New documents released by an animal activist group have revealed previously-unknown animal care issues at Harvard Medical School's primate research facilities. The documents, which were obtained through the Freedom of Information Act by Michael Budkie, executive director of the animal activist group Stop Animal Exploitation Now, include an incident in 2012 in which a rhesus monkey escaped from its cage and inflicted injuries on itself, another monkey, and an employee. The Boston Globe reports:
The new documents, correspondence between Harvard Medical School officials and the National Institutes of Health's Office of Laboratory Animal Welfare, detail two issues related to animal welfare that appear to be similar to previous incidents for which the university was cited and fined.
In addition to the monkey that escaped its cage and injured itself, another monkey, and an employee in June 2012, a February 2013 letter details an incident at an unspecified Harvard primate facility during which a marmoset's leg was fractured when its leg became stuck between the bars of its cage.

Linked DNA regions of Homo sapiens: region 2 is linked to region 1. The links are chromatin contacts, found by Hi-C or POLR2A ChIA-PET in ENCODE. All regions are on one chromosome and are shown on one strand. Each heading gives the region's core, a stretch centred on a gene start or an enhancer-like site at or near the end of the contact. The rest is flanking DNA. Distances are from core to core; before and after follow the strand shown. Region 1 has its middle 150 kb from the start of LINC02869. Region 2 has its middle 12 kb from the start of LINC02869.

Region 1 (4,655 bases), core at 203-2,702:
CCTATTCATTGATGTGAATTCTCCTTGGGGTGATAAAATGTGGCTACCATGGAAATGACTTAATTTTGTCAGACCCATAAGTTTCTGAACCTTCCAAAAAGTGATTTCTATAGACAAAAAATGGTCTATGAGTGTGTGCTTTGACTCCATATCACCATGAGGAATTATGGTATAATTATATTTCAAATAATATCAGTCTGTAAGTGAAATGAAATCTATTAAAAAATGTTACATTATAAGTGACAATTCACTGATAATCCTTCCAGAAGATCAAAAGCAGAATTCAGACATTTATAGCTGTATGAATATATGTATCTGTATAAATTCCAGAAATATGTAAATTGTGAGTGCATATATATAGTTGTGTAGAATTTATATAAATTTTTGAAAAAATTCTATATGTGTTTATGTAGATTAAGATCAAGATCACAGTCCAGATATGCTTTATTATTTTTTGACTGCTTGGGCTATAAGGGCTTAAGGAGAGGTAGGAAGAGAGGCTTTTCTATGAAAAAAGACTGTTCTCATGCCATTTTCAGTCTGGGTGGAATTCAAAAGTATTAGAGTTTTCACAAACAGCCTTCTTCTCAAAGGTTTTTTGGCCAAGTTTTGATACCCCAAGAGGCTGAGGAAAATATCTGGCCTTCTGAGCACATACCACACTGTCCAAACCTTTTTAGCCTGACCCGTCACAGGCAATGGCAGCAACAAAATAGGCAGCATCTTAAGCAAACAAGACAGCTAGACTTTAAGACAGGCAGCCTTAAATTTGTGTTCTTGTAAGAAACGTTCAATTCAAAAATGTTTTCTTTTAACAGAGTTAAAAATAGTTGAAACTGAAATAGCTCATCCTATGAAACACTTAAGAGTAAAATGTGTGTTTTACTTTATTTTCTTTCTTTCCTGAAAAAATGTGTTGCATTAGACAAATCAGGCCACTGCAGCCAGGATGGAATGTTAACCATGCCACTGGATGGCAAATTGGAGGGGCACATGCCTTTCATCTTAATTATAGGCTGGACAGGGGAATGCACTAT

This is just the latest high-profile animal welfare issue for the university -- last month, Harvard was fined over $24,000 for 11 violations of the Animal Welfare Act, including four involving the death of an animal.
In the wake of the new developments, Budkie wrote a letter of complaint to the Agriculture Department, calling for an investigation into the facility:
In light of the fact that Harvard is a repeat offender with a significant history of Animal Welfare Act violations which have had serious consequences for animals including death and traumatic injuries, I must insist that at the completion of your investigation into these incidents you levy the largest fine allowable under the Animal Welfare Act against Harvard, or $10,000 per non-compliance.